Economic development director announces departure
KENT NARROWS — Having come to Maryland in March 2015, Queen Anne’s County Economic Development Director Jamie Gilbert is headed back south, where he worked for 15 years.
Gilbert has accepted a job as economic development director in Lancaster, S.C., a suburb of Charlotte, N.C. He turned in his resignation here on May 31. His last day as director will be July 8.
“I would have stayed here as long a these commissioners and the public would have wanted me to be here because I love it that much — and the job and the people in the business community, it’s great,” Gilbert said. “It’s everything I could have wanted in an economic development job, but some things changed for me with my family. They’re all down in South Carolina and Georgia, and that became a priority. I had to be closer to them.”
Gilbert said two of the county’s biggest accomplishments under his leadership were the establishment of great relationships with the existing business community and providing those businesses with programs that would allow them access to capital while ensuring accountability.
Gilbert said one of the first things the newly created Department of Economic Development needed when he first came on board was to win over the confidence of the existing business community and then to expand the department’s efforts to recruit of new businesses. He said showing businesses that Queen Anne’s County was interested in growth, reinvestment and job creation became the first priority.
“We put them (existing businesses) first above the recruitment of new businesses because we felt if we could establish a great relationship with them and provide programs that will work to help them grow here, it’s going to be much easier to recruit new companies to the county,” Gilbert said.
In creating various incentive funds for new and existing businesses, such as the Economic Development Incentive Fund and the Business Reinvestment and Infrastructure Development Grant Enterprise Fund, Gilbert said the county is now positioned as the most aggressive in the state for local incentives to businesses. Through all of the incentives, Gilbert said that the county “demands accountability” that the job creation numbers associated with those incentive funds are met.
The BRIDGE Fund was created in 2015 and provides financial assistance, up to $750,000 with a minimum capital investment from the business of $200,000, to new businesses for real estate, machinery, infrastructure and working capital costs. To be in compliance with the funding, a business must create five or more new full-time jobs. The EDIF provides financial assistance, up to $400,000 with no minimum investment requirement. A minimum of three new fulltime jobs must be created when receiving the funding.
Since August 2015, the county’s department of economic development has facilitated 11 projects through the EDIF and BRIDGE funds. The total investment involved in those 11 projects is $52,764,000 with 134 new full-time jobs to be created. The department awarded $1,667,000 in performance loans and grants and will receive an estimated return on its investment of $3,440,750.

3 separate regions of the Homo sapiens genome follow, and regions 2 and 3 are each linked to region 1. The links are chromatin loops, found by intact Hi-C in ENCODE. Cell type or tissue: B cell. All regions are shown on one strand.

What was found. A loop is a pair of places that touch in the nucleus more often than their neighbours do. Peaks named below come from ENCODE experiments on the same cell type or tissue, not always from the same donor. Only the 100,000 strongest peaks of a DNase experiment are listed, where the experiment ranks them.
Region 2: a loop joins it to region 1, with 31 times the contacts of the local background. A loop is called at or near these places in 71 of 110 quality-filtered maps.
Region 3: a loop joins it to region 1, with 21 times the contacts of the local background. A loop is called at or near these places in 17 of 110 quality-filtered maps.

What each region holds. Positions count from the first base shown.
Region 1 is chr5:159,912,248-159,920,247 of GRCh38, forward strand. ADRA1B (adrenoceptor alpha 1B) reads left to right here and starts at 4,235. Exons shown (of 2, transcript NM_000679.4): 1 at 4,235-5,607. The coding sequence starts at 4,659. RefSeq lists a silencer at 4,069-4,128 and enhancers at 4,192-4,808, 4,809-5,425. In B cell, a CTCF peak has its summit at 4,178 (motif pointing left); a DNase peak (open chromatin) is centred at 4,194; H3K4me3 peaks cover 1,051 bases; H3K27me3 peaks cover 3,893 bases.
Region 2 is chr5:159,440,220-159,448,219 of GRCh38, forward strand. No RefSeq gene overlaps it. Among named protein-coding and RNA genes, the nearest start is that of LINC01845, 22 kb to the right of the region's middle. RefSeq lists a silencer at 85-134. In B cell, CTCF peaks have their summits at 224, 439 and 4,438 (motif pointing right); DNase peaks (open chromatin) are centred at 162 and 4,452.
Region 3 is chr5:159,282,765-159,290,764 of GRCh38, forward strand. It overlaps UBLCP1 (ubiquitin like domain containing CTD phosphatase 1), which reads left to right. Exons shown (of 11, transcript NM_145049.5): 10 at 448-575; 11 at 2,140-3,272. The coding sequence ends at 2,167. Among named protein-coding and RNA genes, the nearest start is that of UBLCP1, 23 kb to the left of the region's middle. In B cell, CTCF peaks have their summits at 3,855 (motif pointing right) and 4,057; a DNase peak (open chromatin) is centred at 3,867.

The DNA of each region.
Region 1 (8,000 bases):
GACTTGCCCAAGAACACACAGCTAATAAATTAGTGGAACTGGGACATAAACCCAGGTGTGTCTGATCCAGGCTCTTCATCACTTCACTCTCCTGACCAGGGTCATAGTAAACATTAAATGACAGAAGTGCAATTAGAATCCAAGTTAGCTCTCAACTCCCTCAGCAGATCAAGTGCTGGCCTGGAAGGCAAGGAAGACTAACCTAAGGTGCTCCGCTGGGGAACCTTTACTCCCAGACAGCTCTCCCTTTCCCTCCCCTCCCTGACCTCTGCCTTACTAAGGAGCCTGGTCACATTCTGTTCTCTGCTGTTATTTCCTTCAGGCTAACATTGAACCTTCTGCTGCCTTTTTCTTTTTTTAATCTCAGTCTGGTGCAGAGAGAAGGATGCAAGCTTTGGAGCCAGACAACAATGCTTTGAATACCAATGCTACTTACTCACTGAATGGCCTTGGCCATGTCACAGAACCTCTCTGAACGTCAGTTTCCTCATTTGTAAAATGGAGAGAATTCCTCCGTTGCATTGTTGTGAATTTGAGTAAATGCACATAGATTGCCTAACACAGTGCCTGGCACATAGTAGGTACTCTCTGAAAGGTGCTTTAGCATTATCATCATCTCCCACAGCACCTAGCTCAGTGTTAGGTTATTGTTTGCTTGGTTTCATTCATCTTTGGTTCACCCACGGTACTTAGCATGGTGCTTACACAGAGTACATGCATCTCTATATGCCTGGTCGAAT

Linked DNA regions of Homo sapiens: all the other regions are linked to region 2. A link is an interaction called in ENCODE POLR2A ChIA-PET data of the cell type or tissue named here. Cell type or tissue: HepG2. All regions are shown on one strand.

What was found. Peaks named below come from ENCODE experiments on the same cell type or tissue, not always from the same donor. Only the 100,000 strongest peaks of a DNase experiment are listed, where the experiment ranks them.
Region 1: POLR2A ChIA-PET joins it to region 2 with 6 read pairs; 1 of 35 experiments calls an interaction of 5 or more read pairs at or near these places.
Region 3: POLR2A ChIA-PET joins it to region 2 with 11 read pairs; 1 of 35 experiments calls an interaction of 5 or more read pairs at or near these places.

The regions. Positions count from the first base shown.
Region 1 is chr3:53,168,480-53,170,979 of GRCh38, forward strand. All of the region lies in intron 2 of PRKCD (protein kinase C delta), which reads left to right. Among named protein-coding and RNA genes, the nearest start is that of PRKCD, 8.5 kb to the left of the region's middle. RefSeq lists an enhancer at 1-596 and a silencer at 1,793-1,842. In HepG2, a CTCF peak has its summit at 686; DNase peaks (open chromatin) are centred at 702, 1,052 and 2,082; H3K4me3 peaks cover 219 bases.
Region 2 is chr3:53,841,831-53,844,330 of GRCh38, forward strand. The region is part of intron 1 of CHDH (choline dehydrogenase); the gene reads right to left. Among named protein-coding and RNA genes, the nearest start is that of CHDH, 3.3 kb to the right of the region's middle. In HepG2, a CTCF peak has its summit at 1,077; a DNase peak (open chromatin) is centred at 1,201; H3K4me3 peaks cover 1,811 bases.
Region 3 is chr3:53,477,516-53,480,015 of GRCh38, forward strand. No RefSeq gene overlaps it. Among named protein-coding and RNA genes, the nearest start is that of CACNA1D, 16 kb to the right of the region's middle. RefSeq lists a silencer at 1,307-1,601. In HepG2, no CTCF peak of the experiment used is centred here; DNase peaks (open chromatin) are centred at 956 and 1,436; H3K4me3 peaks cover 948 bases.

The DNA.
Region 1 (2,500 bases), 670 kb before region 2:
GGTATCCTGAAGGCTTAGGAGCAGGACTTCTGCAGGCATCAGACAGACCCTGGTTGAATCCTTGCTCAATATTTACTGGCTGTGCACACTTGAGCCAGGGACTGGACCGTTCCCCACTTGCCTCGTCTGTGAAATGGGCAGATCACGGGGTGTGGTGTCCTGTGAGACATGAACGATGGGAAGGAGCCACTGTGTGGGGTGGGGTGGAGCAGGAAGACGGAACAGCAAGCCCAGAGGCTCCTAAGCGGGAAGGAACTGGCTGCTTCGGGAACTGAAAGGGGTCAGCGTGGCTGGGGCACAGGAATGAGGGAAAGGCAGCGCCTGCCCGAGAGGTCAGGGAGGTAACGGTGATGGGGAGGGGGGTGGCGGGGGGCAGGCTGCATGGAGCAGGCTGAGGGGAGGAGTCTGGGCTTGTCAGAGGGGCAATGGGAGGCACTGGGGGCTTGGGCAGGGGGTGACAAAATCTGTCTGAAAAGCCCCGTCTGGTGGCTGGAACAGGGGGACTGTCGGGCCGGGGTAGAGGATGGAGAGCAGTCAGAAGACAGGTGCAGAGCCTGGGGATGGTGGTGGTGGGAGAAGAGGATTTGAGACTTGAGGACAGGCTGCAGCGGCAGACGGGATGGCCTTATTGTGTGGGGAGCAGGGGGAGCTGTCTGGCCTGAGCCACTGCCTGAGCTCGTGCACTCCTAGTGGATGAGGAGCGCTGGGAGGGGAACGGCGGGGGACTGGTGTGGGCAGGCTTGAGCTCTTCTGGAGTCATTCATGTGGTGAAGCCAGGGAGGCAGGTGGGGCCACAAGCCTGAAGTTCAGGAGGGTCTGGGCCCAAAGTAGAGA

Gilbert said the county approving the Property Assessment Clean Energy program, which aids businesses looking to make energy efficient improvements to buildings at low interest financing, will continue to move economic development forward in the county. Other programs in the works include Queen Anne’s County becoming a Foreign Trade Zone, which it is working with the Baltimore Development Corporation to complete, as well as its effort to create an Enterprise Zone in Stevensville, Chester and Grasonville areas.
“I think, single handedly, if we get that designation, it would probably be the biggest incentive that has come to Queen Anne’s County ever because of the tax credits ... that they get for the new jobs create,” Gilbert said. The county will apply in October to receive that designation, he said.
During his 16 months on the job, Gilbert said the county’s relationships with the local Chamber of Commerce and the Maryland Department of Commerce have grown.
“There’s a lot of trust there, and we know that each is important if we’re going to be successful for business development here, and that’s been great,” Gilbert said.
County Administrator Gregg Todd said Gilbert did an outstanding job in branding the county and creating a map and pathway forward in regards to economic development and created standards, policies and procedures for the county to continue to be successful.
“[Jamie] really professionalized it is what he did because prior that we didn’t have, we always kind of lumped economic development with other departments and it never was a stand alone department,” he said.”
Todd said the county commissioners decided to perform a national search, similar to how the county hired Gilbert in 2015, and will soon start soliciting applications. Once the applications are filed, an interview panel will be created consisting of at least one commissioner and various “business folk.”
“We’re not looking for someone to come in and reinvent the wheel because Jamie’s done a pretty good job of getting us on track, so we really would like someone that could continue on and kind of in his vein of what we’re doing,” Todd said.